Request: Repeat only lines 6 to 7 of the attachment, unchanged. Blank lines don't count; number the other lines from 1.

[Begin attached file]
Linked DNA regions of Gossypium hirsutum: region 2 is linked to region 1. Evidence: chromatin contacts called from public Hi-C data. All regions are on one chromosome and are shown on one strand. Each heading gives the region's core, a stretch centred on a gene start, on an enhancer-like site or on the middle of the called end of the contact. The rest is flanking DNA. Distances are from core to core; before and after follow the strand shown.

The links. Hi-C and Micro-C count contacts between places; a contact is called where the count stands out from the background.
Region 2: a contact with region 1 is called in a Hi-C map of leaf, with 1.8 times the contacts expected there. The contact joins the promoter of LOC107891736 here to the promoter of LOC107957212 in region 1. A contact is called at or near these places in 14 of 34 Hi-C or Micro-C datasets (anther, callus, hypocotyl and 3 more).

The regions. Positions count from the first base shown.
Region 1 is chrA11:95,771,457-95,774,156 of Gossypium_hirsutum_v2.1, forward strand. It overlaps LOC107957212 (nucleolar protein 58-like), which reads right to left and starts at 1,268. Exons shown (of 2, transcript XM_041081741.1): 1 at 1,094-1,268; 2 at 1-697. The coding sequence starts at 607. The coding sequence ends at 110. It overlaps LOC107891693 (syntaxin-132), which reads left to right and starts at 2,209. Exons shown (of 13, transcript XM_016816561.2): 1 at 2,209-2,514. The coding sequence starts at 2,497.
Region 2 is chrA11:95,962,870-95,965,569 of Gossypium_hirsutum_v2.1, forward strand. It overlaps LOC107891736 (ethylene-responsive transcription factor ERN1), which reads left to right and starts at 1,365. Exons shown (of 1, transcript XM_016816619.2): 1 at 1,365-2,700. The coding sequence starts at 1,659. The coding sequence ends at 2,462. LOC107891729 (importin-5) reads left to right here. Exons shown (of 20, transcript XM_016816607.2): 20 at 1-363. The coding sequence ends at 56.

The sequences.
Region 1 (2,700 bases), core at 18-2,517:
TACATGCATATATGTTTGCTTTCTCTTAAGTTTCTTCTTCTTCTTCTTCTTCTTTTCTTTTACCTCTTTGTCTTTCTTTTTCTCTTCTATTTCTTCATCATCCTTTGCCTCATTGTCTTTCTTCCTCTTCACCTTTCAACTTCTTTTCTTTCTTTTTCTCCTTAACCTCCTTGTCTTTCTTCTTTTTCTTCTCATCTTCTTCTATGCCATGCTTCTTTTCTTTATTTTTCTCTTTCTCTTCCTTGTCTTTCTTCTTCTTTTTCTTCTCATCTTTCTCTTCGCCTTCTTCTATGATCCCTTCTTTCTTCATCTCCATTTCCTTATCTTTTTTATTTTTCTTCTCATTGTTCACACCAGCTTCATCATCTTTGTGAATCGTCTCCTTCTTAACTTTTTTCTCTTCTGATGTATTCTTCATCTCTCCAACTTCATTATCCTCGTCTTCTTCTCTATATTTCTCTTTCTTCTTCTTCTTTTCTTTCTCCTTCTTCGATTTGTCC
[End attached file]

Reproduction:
Region 2 is chrA11:95,962,870-95,965,569 of Gossypium_hirsutum_v2.1, forward strand. It overlaps LOC107891736 (ethylene-responsive transcription factor ERN1), which reads left to right and starts at 1,365. Exons shown (of 1, transcript XM_016816619.2): 1 at 1,365-2,700. The coding sequence starts at 1,659. The coding sequence ends at 2,462. LOC107891729 (importin-5) reads left to right here. Exons shown (of 20, transcript XM_016816607.2): 20 at 1-363. The coding sequence ends at 56.

The sequences.